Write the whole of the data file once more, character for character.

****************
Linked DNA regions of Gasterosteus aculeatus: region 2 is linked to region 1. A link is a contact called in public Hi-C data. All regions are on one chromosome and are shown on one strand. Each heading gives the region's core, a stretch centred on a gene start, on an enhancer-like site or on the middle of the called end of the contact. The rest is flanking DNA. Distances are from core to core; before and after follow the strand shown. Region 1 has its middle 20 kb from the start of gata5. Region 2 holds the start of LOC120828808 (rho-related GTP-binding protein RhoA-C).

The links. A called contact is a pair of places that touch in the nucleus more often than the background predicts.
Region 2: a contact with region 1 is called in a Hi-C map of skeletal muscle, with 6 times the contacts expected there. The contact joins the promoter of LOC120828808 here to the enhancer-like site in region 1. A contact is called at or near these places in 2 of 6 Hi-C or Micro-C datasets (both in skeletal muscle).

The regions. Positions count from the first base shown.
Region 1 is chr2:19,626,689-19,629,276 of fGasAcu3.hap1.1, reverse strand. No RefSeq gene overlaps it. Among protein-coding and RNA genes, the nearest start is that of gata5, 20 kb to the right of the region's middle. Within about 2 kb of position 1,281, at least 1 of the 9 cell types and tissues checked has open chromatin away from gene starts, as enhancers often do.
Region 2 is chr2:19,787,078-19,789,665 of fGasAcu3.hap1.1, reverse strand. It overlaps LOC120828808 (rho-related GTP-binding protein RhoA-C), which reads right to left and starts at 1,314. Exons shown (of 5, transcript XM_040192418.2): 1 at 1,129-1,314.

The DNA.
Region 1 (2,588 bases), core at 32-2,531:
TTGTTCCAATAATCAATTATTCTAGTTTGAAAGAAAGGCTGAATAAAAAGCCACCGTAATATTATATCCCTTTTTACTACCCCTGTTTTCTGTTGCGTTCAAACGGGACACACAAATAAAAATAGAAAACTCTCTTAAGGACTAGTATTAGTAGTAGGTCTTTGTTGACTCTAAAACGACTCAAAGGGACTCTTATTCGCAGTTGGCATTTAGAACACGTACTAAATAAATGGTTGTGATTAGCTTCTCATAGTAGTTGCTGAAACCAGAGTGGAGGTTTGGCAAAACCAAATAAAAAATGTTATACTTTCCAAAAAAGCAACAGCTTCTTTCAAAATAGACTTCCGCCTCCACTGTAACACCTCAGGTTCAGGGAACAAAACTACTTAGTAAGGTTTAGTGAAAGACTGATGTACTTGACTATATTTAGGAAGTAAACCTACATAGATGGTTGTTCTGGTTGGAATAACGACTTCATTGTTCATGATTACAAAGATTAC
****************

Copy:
Linked DNA regions of Gasterosteus aculeatus: region 2 is linked to region 1. A link is a contact called in public Hi-C data. All regions are on one chromosome and are shown on one strand. Each heading gives the region's core, a stretch centred on a gene start, on an enhancer-like site or on the middle of the called end of the contact. The rest is flanking DNA. Distances are from core to core; before and after follow the strand shown. Region 1 has its middle 20 kb from the start of gata5. Region 2 holds the start of LOC120828808 (rho-related GTP-binding protein RhoA-C).

The links. A called contact is a pair of places that touch in the nucleus more often than the background predicts.
Region 2: a contact with region 1 is called in a Hi-C map of skeletal muscle, with 6 times the contacts expected there. The contact joins the promoter of LOC120828808 here to the enhancer-like site in region 1. A contact is called at or near these places in 2 of 6 Hi-C or Micro-C datasets (both in skeletal muscle).

The regions. Positions count from the first base shown.
Region 1 is chr2:19,626,689-19,629,276 of fGasAcu3.hap1.1, reverse strand. No RefSeq gene overlaps it. Among protein-coding and RNA genes, the nearest start is that of gata5, 20 kb to the right of the region's middle. Within about 2 kb of position 1,281, at least 1 of the 9 cell types and tissues checked has open chromatin away from gene starts, as enhancers often do.
Region 2 is chr2:19,787,078-19,789,665 of fGasAcu3.hap1.1, reverse strand. It overlaps LOC120828808 (rho-related GTP-binding protein RhoA-C), which reads right to left and starts at 1,314. Exons shown (of 5, transcript XM_040192418.2): 1 at 1,129-1,314.

The DNA.
Region 1 (2,588 bases), core at 32-2,531:
TTGTTCCAATAATCAATTATTCTAGTTTGAAAGAAAGGCTGAATAAAAAGCCACCGTAATATTATATCCCTTTTTACTACCCCTGTTTTCTGTTGCGTTCAAACGGGACACACAAATAAAAATAGAAAACTCTCTTAAGGACTAGTATTAGTAGTAGGTCTTTGTTGACTCTAAAACGACTCAAAGGGACTCTTATTCGCAGTTGGCATTTAGAACACGTACTAAATAAATGGTTGTGATTAGCTTCTCATAGTAGTTGCTGAAACCAGAGTGGAGGTTTGGCAAAACCAAATAAAAAATGTTATACTTTCCAAAAAAGCAACAGCTTCTTTCAAAATAGACTTCCGCCTCCACTGTAACACCTCAGGTTCAGGGAACAAAACTACTTAGTAAGGTTTAGTGAAAGACTGATGTACTTGACTATATTTAGGAAGTAAACCTACATAGATGGTTGTTCTGGTTGGAATAACGACTTCATTGTTCATGATTACAAAGATTAC